PWI Senior Writer responds to ‘Women’s 100’ reactions

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Women's 100
Credit: PWI

Authored by Dan Murphy

Senior Writer, Pro Wrestling Illustrated

The good folks here at Diva Dirt have invited me to write a guest column explaining some of our selections with the 2018 PWI Women’s 100, and I am happy to have an opportunity to address some of the feedback I have seen since the digital edition was released on Nov. 1.

The fact that the Women’s 100 garners such a strong reaction is important. It’s a sign that women’s wrestling matters; that fans are passionate and willing to debate our list in forums such as Diva Dirt, Reddit, and across the Internet, means they care about it.

Women’s wrestling is important to me, as well. I have spearheaded the PWI Female 50 (now expanded to the Women’s 100) since 2008. I co-wrote the definitive history of women’s wrestling, Sisterhood of the Squared Circle: The History and Rise of Women’s Wrestling (with Pat Laprade).

I compiled this year’s Women’s 100 and wrote every bio (so, yeah … any errors made were made by me). In many cases, I had to track down the wrestlers individually to obtain up-to-date promo photos we could use. I reached out to promoters, wrestlers, and journalists in Japan, England, and Mexico to try to make this the most inclusive list of women we have ever compiled. If I were to guess, I’d imagine I spent upwards of 50 hours on this section. And I’m not getting paid by the hour, nor how many issues we sell, nor how much controversy we create.

I do it because I genuinely want the list to be as comprehensive and objective as possible.

Naturally, there are bound to be debates and disagreements. That’s the nature of the beast. And, while I’m not going to try to make everyone agree with the selection – and placement – of all 100 women in this year’s list, I will offer a few reasons why we made the choices we made.

“Why is Becky Lynch so low?” 

This is one of the top questions I’ve seen. Becky herself even Tweeted about her spot at number 11. It’s important to remember that both the PWI 500 and the Women’s 100 look back over the previous 12 months as the evaluation period. For the Women’s 100, that period was October 1, 2017 through September 30, 2018. Becky Lynch has been on fire since winning the Smackdown title at SummerSlam. But, in the first half of the evaluation period, she was unremarkable, competing in multiple tag team, trios, and three-way matches (usually on the losing end of matches involving Charlotte and Carmella). Singles losses to Carmella and Mandy Rose also hurt. She ended the period as one of the top stars in WWE, but for most of the year, Becky was simply lost in the shuffle.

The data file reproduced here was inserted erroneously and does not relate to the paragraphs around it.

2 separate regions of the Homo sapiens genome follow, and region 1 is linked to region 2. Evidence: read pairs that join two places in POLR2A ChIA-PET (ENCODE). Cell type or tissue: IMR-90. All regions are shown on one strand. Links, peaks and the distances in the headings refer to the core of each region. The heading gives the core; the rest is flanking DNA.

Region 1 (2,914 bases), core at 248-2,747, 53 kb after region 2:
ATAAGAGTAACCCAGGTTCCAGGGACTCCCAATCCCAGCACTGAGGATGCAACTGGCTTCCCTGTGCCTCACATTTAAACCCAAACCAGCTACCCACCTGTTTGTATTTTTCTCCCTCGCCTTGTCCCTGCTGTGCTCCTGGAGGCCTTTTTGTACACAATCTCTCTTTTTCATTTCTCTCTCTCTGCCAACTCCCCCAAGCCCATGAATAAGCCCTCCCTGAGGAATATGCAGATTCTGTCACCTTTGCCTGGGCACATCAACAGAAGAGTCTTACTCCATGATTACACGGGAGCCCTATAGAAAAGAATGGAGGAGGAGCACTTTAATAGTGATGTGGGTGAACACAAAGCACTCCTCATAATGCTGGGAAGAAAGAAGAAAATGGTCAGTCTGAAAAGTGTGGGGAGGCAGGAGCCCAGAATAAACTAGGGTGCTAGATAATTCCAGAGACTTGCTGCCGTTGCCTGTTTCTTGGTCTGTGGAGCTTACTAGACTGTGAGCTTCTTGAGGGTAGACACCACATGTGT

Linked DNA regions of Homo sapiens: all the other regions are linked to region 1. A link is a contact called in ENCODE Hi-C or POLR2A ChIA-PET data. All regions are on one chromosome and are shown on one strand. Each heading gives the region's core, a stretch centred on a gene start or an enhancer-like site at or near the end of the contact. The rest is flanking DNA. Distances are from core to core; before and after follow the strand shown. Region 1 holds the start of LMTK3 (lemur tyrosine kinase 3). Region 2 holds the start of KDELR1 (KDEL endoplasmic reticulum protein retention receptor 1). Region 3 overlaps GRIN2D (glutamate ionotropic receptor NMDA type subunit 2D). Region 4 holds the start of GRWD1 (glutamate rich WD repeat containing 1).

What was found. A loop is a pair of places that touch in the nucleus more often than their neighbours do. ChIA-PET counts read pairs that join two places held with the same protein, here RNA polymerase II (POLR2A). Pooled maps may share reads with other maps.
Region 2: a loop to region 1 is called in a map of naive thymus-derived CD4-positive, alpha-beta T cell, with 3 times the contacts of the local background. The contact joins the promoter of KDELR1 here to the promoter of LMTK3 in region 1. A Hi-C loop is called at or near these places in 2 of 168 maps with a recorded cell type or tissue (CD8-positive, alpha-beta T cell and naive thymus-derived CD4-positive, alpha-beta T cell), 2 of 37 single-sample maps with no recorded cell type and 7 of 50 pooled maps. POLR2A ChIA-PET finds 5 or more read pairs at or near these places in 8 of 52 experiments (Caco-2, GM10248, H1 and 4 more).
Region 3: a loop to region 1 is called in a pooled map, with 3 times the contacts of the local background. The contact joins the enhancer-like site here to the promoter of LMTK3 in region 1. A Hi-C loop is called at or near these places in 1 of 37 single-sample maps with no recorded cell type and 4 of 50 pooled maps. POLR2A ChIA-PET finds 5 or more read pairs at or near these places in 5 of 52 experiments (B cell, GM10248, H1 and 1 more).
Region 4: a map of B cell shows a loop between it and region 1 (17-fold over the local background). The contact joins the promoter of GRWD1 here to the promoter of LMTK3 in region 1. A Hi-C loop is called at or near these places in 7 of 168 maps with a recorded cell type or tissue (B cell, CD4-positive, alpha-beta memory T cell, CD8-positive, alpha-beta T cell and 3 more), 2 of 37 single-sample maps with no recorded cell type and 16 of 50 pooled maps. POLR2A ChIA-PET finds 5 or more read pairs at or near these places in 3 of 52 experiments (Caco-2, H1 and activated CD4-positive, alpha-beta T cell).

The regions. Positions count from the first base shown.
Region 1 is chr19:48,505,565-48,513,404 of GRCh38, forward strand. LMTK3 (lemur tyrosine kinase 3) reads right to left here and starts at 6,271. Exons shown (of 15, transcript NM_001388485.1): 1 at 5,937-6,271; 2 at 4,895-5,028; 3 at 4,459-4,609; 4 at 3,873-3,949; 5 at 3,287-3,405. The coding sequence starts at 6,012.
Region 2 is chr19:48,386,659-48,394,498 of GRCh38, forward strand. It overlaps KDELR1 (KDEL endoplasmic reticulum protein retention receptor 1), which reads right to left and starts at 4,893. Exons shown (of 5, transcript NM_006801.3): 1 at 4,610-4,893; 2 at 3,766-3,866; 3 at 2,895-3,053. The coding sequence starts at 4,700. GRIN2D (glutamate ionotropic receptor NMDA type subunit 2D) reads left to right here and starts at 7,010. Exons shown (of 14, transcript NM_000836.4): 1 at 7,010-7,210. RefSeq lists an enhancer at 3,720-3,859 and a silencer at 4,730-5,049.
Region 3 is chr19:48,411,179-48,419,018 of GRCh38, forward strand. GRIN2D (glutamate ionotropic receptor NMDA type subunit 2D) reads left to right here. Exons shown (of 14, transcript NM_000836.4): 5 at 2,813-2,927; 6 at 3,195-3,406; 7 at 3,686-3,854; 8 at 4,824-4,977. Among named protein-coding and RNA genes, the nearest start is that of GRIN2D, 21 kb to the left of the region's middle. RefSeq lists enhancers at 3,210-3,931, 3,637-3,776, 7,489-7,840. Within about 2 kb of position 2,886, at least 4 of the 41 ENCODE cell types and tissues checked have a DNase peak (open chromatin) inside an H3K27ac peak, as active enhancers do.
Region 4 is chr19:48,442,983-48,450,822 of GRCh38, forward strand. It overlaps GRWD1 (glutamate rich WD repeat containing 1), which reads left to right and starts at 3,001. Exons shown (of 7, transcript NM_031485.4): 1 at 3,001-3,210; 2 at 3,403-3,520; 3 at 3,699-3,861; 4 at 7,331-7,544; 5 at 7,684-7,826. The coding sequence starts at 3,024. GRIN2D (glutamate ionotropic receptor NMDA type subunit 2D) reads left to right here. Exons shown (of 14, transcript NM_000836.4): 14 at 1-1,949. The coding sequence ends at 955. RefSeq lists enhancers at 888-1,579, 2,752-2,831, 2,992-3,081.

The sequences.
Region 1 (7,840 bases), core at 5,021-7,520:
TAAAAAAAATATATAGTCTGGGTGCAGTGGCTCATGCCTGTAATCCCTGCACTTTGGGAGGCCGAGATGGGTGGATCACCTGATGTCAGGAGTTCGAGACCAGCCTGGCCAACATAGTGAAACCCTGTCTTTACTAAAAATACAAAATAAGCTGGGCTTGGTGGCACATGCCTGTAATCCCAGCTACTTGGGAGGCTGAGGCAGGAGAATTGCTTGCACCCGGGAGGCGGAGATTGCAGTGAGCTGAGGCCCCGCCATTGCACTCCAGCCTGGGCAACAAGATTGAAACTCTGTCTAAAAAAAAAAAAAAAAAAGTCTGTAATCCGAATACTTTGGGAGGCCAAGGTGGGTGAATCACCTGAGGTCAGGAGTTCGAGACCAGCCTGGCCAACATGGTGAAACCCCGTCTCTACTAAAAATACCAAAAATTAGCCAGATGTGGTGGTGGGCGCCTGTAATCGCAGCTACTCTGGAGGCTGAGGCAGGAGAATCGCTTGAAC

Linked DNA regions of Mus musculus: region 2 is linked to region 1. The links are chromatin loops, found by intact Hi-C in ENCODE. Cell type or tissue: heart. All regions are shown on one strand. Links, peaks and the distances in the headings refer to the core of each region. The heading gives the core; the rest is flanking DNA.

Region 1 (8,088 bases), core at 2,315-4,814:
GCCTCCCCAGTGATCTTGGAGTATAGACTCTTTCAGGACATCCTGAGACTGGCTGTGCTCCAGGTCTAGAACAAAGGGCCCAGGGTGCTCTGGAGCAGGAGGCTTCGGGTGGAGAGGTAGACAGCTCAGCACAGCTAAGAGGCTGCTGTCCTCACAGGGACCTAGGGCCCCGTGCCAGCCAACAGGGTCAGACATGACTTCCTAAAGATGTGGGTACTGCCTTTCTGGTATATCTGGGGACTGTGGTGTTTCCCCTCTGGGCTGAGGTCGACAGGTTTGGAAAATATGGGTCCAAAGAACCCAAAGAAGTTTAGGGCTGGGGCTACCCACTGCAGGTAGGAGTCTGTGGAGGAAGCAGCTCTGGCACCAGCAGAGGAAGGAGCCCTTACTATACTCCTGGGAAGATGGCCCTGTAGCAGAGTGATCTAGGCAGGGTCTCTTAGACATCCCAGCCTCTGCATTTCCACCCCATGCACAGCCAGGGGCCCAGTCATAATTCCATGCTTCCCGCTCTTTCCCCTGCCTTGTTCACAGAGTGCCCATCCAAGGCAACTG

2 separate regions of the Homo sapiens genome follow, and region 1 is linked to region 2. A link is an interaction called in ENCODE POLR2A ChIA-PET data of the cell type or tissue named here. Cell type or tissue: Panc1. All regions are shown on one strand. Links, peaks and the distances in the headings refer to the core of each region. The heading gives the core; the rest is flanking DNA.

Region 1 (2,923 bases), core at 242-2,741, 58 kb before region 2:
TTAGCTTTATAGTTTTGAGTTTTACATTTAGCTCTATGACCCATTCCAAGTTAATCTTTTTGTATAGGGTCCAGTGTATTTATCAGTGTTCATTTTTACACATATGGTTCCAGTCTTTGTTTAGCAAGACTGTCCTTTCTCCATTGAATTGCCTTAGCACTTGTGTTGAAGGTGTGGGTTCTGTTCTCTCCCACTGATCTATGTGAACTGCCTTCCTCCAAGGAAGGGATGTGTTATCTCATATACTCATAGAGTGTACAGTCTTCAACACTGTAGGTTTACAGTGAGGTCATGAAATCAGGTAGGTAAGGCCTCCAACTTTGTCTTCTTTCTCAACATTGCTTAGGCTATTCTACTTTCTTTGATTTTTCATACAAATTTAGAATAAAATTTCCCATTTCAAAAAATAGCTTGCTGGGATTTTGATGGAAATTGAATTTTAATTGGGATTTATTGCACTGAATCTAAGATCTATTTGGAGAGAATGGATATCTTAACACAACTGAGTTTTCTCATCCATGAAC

“How in the world is Ronda Rousey Number One?” 

True … Ronda only wrestled 21 matches during the grading period (and only 10 singles matches), but she went undefeated in those bouts, captured the Raw women’s title, and had a show-stealing performance on the WrestleMania stage.

The criteria for the Women’s 100 includes championships won (check), quality of opposition (singles wins over two others in the top 10, check), technical proficiency (check), won-loss records (check), overall activity (her weakness), and momentum/promotional “push.” Rousey easily meets five of the six standards. And since no one has been able to beat her yet, it seems silly to consider anyone else for the top spot.

“Who cares? It’s a kayfabe list.”

I see this comment frequently, in regards to both the Women’s 100 and the PWI 500, and it simply doesn’t make sense to me. Our lists are based on achievements over the course of the past 12 months, not match quality or “work rate.” Match quality and work rate are actually incredibly subjective. A list based on won-loss records and titles won is decidedly more objective.

People go to wrestling matches to see who wins. Winning and losing is what wrestling is all about. Championships aren’t award by work rate. If you’re too “smart” for “kayfabe,” then why are you watching pro wrestling at all? The business is built on kayfabe. I love Greco-Roman and Freestyle wrestling as much as the next guy (well, considerably more, I imagine). If technical wrestling is your be-all, end-all, go check out the amateur mats. I won’t judge. Pro wrestling is sport and entertainment, personalities, championships, and storylines. That’s what our list reflects. Anything else would be doing a disservice to wrestling and the stories and characters we watch in the ring.

While disagreements are bound to pop up in any list like this, I encourage everyone reading this column to go out and pick up a copy of the magazine itself, either on newsstands or the digital edition available for purchase at www.pwi-online.com. Read the individual bios. Read why we placed each woman at that spot. Check out the incredible photos, the exclusive interview with Ronda Rousey, and the columns and features throughout the issue.

Most importantly, take a moment to look into the names that made the list that you may not recognize – the Gisele Shaws, Kaitlin Diemonds, Hudson Envys, and Skylars. These are women whose hard work on the independent circuit has earned them a spot in a national magazine. They, and many like them, represent the future of women’s wrestling. I am happy that the PWI Women’s 100 is able to introduce them to a national audience.

Who knows? A Female 500 might not be that far off in the future.